One of you asked what a lease stick is. If you look closely at the photo to the right, they are the two sticks across the warp behind the raddle—that’s the thing with the prongs. You put these in the cross, which is something you create while winding the warp on a warping board. Part of learning to weave is picking up this whole new language that only other weavers understand. It’s fun to talk weaving around knitters and watch their eyes cross.

Another fun thing about weaving is you get to put together odd looking contraptions such as in my picture. It looks fairly neat right now, but it was completely crazy earlier. I should have taken a picture, raw and uncut, but it goes against the grain to post a complete mess. I want to fight that urge and show you the dark, tangled side of weaving as I struggle along the road from novice to expert. I just really started weaving this year.

As for the towels, I started out with 400 ends, but with all warps snapping at the speed of popping corn, and a tangle so thick I had to chop off a bundle, I’m lucky if I have 300. So rather than wide kitchen towels, I probably have narrow kitchen scarves. I’m still not sure if I should pursue this further. I think I’m going to take a break and look into warping my big loom with rug warp.

The counterbalance loom above was not the original loom for this project. To the left is one of the pictures I took when I was determined to sell the offending loom, a perfectly nice Schacht with 8 harnesses. I can’t blame the loom--he has the potential to make lovely projects. I realize now it was a mistake to remove the warp in the first place. I think he needs a name, something other than @#$%& loom. I will gladly take suggestions. The counterbalance, by the way, is a Leclerc Fanny and she’s named Chloe, so don’t call her Fanny, she hates that name. She’ll tangle your warp if you do.

Sunday, August 9, 2009

Cutting my losses



It was the best of weeks and it was the worst of weeks. The best part was I re-finished the socks shown to the left. Eager to get on with another project, I knit the second sock too short. So I had to undo the toe, knit more foot and then get back to the toe. Now here they are, nicely sized and ready to go.
They are part of my search for the indestructible sock yarn and I will wear them this winter to see how long they last. My dog, a Samoyed, needs a long walk every morning, so these socks will get plenty of use all winter. He’s one of those northern sledding breeds so he absolutely loves the cold and dashing through the snow.
The socks are a three ply of shades of dark brown and lighter brown Romney and some Corriedale dyed red. The idea is the Romney will provide strength and durability while the Corriedale makes them soft. The three ply and thickness should enhance the durability. Only testing will tell—let’s see how it goes.

Now for the worst part of my week: while winding on the warp on my smaller loom, I lost the lease sticks. “How?” you ask. Let’s just say it wasn’t pretty and leave it at that. I decided to plunge ahead and was three quarters of the way through threading when I realized I needed to add a few emergency heddles. When I went to the back to perform this delicate surgery, I got a good look at the warp beam.
Oh yes, yarn loves to do the twist.
I realized this wasn’t working out and more effort would just lead to unnecessary frustration at a time when I have better things to do. I decided to cut my losses and pulled the warp off the loom. I know this will shock those of you who save your thrums, but I threw it all away. I will start again fresh another day.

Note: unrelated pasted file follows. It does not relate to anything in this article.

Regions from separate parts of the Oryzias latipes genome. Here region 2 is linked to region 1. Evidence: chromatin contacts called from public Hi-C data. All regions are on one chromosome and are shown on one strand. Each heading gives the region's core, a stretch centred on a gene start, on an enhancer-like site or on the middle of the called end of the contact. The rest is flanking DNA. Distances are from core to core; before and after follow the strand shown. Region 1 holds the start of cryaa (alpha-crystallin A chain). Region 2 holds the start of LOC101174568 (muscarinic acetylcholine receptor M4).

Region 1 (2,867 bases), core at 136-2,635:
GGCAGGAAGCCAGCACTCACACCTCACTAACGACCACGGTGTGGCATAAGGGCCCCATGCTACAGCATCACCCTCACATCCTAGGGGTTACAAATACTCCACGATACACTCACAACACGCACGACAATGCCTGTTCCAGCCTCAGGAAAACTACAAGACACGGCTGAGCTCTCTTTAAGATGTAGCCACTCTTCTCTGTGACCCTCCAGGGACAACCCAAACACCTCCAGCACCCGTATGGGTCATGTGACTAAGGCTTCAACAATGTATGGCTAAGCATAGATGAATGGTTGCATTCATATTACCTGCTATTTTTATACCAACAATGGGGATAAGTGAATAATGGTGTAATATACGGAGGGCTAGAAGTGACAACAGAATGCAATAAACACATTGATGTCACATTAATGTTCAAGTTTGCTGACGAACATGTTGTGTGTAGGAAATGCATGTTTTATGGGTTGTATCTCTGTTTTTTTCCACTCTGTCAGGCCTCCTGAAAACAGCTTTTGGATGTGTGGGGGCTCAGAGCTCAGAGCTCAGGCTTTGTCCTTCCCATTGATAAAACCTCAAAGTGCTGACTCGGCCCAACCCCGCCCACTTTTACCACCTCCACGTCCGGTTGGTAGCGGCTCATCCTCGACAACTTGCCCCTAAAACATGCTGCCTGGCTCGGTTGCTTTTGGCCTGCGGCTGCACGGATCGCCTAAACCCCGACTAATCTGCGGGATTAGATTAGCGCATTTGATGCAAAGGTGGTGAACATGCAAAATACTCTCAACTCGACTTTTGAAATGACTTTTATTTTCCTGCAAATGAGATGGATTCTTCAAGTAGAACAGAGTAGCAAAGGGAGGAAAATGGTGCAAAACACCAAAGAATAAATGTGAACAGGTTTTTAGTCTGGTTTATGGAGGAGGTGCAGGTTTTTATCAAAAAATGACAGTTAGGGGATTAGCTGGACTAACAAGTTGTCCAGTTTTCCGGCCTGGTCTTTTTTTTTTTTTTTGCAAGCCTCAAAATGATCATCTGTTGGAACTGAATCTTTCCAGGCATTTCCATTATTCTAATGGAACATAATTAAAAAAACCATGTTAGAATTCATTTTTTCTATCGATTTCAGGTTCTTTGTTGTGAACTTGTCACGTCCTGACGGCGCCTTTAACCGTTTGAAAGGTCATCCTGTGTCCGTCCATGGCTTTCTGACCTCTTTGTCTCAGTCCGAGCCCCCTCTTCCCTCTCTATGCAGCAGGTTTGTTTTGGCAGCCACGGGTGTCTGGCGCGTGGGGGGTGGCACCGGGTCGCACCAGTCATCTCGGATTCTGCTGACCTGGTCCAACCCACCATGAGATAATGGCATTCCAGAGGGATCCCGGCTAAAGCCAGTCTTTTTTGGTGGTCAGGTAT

Okay, I rethought the throw away part. The warp is salvageable and I just need to start over again with it.

Sunday, August 2, 2009

New-to-me loom


Buying a wider loom has been a topic of my musing for quite some time. I have lots of ideas for wider projects and so I have been looking around at weaving guild websites to try to find something affordable. At first I was looking for an eight-harness loom, but these tend to command higher prices than their four-harness counterpart. I also needed something sturdy because I have lots of ideas for rugs though one of those big rug looms is out of the question, because I just don’t have the space for it. Though I’ve taken over two spare bedrooms, these are smallish so each can only hold so much.
I saw this loom on a weaving guild website and at first, I wasn’t sure. It is a four-harness 60” weaving width jack-type Leclerc, and I was still thinking eight. But I couldn’t get it out of my mind. I thought about it for a couple of months and I realized that if I was going to do a lot of rug weaving, four harnesses is what I needed. I also knew I had the room for it. I discussed it with my husband, contacted the seller and within a week we were on our way to her house to buy it. Carol, the seller, had already taken it apart so it only took moments to load it into the back of our SUV. It’s amazing how small and portable a loom is taken apart. We put the loom together the next day. This weekend, my husband and I made the raddle shown clamped to the backbeam. Next weekend, I will begin to wind some warp for a series of 3’ X 4’ rugs. My husband has been very supportive—not only does he have hobbies of his own, but he really likes the new hall rugs.
Weaving guilds are a great source for used looms. If you are thinking of trying weaving, you might consider previously owned equipment. You usually need to pick up the loom, so check guild classifieds that are in what you consider to be a reasonable driving distance. Weaver’s selling used looms often throw in useful things like shuttles, raddles, yarn and extra reeds. This loom I just purchased came with 8/4 rug warp which I will use for its first project. Another great place to look are the Spinners’, Weavers’ , & Knitters’ Housecleaning Pages at http://www.kbbspin.org/ and, of course there’s the Warped Weaver’s Marketplace on Ravelry.